With the potential for a winter storm Wednesday, a six-point vehicle check for your car is something to consider.
“Taking a few easy preventive maintenance steps now can save you the headaches and cost of an emergency breakdown later,” said Rich White, executive director, Car Care Council. “Regular vehicle maintenance is always more convenient when you’re doing it on your schedule. By inspecting these six key systems ahead of time, you will have more confidence when driving in severe winter weather.”
The Car Care Council recommends a six-point vehicle check before the new year arrives:
1. Battery - Keep the battery connections clean, tight and corrosion-free. Cold weather is hard on batteries, so it’s wise to check the battery and charging system for optimum performance. Because batteries don't always give warning signs before they fail, it is advisable to replace batteries that are more than three years old.
2. Antifreeze - Antifreeze (coolant) should be flushed and refilled at least every two years in most vehicles. As a reminder, do not add 100 percent antifreeze as full-strength antifreeze actually has a lower freeze point than when mixed with water.
3. Brakes - Have the brake system checked. Brakes are critical to vehicle safety and particularly important when driving on icy or snow-covered roads.
4. Tires - Check the tire tread depth and tire pressure. If snow and ice are a problem in your area, consider special tires designed to grip slick roads. During winter, tire pressure should be checked weekly as tires lose pressure when temperatures drop.
5. Oil - Be diligent about changing the oil at recommended intervals and check the fuel, air and transmission filters at the same time. Consider changing to low-viscosity oil in winter, as it will flow more easily between moving parts when cold. In sub-zero driving temperatures, drop oil weight from 10-W30 to 5-W30 as thickened oil can make it hard to start the car.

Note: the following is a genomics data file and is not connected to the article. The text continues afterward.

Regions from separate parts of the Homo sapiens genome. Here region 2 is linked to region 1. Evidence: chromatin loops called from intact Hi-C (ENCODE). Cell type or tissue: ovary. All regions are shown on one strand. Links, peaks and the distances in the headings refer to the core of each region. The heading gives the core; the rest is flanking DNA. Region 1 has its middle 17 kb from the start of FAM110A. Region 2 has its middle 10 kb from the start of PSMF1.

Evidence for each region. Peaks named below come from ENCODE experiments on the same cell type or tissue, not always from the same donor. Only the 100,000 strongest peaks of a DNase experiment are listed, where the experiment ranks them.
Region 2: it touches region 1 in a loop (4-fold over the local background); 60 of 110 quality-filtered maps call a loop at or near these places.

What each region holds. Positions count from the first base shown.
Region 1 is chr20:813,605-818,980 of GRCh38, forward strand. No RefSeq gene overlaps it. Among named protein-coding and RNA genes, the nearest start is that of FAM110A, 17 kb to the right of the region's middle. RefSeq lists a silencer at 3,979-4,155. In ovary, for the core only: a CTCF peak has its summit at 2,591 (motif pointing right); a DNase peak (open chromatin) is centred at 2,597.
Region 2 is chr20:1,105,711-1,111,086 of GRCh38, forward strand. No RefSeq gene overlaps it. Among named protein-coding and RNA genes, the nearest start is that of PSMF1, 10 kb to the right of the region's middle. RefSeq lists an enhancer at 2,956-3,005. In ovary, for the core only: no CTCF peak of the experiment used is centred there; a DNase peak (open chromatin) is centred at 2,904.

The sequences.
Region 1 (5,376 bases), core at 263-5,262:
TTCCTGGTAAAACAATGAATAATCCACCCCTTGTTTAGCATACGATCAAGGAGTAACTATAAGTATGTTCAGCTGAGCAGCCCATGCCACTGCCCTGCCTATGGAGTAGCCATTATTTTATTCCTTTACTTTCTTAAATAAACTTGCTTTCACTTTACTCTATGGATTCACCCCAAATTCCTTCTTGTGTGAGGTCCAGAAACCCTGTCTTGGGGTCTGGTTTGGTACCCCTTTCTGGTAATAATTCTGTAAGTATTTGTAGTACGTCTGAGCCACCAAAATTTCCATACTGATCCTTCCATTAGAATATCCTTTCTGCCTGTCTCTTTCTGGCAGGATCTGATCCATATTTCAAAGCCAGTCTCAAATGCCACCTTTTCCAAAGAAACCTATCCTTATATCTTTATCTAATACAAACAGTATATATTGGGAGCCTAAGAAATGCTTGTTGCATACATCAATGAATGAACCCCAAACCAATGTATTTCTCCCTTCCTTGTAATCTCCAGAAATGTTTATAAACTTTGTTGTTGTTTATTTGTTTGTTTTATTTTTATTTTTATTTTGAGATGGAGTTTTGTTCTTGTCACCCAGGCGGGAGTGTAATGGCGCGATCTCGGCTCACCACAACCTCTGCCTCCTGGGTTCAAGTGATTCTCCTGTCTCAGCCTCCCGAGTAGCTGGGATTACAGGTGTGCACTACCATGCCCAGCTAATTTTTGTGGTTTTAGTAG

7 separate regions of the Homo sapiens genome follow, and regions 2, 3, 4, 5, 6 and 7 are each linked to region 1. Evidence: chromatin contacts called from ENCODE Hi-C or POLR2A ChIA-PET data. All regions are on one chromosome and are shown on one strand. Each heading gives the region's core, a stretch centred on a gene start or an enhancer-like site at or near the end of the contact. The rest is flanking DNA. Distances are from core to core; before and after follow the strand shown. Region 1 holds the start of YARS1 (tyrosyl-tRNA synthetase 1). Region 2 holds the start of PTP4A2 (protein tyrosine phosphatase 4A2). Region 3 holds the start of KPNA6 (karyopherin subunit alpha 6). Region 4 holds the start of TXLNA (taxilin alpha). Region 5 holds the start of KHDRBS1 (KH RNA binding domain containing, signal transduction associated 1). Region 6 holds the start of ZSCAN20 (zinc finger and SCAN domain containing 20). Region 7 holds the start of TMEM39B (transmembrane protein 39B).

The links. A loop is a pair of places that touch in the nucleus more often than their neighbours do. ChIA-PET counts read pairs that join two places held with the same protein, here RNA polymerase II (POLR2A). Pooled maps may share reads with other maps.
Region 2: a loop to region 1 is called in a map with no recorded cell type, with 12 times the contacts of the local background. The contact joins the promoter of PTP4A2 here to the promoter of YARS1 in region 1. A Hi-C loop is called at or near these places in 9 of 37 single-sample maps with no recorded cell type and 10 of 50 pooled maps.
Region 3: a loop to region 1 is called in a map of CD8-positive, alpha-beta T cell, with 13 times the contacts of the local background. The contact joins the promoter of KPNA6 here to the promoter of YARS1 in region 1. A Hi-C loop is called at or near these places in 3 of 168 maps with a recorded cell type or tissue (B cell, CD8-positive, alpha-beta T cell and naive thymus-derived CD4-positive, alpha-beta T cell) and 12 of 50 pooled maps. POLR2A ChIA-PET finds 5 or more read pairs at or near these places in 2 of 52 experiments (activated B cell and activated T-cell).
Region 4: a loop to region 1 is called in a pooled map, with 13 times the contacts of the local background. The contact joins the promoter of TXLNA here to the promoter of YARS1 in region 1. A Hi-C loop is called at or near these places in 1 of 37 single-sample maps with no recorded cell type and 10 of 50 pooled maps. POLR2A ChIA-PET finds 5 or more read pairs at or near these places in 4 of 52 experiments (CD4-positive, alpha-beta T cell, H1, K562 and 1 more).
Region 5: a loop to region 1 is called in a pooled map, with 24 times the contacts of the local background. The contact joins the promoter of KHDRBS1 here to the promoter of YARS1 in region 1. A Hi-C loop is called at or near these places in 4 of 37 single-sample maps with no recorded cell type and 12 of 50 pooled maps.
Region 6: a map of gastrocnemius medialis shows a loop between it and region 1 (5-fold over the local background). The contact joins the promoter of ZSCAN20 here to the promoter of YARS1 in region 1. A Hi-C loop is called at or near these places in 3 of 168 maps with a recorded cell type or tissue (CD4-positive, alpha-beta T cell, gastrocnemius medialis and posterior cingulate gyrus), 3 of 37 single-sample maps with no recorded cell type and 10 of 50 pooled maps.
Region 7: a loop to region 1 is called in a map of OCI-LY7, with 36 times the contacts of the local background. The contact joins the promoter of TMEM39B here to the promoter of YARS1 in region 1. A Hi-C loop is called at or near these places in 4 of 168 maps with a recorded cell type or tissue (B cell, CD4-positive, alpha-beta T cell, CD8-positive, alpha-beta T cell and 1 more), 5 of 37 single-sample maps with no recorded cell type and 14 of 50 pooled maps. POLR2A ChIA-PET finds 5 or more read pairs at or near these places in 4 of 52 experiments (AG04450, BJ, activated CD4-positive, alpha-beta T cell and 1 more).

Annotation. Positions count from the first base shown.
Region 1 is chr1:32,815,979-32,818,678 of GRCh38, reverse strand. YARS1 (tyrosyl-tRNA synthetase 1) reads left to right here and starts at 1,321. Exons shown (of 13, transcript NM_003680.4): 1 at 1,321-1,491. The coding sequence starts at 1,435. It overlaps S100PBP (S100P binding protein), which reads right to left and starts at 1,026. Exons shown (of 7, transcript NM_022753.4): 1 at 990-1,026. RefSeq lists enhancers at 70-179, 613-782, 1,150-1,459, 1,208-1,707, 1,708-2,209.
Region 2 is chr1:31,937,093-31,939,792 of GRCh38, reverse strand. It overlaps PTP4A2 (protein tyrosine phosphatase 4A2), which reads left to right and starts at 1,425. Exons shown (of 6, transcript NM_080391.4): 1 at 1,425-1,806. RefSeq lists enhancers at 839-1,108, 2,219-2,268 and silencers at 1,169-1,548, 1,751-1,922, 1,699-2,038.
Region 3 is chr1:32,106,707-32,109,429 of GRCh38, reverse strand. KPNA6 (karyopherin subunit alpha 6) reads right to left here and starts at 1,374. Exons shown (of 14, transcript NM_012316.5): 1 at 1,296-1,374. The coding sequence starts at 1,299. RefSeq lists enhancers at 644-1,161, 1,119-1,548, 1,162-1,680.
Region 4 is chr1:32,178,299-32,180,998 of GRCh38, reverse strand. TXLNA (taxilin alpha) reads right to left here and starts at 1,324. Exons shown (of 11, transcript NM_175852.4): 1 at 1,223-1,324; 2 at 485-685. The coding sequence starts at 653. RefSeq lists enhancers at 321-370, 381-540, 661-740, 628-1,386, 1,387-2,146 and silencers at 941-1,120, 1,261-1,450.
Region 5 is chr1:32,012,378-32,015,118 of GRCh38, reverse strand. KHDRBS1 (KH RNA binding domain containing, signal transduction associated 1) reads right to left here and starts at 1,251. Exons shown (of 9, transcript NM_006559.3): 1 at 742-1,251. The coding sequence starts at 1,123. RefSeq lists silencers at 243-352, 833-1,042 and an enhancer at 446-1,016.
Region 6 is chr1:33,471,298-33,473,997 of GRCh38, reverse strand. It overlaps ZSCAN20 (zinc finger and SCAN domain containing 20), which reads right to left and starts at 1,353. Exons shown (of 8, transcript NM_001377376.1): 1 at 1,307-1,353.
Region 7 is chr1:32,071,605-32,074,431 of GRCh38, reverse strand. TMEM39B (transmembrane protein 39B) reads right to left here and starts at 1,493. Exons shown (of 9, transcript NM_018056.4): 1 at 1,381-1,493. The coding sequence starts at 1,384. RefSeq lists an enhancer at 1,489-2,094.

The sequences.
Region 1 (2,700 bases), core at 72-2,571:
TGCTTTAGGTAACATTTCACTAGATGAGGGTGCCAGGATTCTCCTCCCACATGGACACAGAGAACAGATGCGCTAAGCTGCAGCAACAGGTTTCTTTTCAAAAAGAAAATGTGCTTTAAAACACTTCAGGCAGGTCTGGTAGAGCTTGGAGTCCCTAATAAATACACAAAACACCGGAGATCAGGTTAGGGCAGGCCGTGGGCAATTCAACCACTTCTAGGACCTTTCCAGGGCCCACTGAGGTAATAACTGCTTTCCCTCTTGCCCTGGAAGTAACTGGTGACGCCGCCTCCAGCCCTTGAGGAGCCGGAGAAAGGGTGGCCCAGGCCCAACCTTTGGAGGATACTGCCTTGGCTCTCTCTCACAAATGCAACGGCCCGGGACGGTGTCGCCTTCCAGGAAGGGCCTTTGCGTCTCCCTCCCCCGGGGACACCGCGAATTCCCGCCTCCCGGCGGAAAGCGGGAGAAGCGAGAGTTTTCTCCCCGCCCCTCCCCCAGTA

6. Wiper Blades - Cold weather can affect the life of windshield wipers, making the rubber hard and brittle and increasing the potential for cracks. Wiper blades that are torn, cracked or don’t properly clean your windshield should be replaced. Some manufacturers offer special winter blades that have a rubber boot covering the arm assembly to keep snow and ice out. When changing the blades, have the windshield wiper system nozzles cleaned and adjusted if necessary, and check the fluid level in the windshield washer reservoir.
During the winter, the Car Care Council recommends keeping your vehicle’s gas tank at least half full as that decreases the chances of moisture forming in the gas lines and possibly freezing. Finally, if you’re due for a tune-up, consider having it done before winter sets in. Winter magnifies existing problems such as pings, hard starts, sluggish performance or rough idling.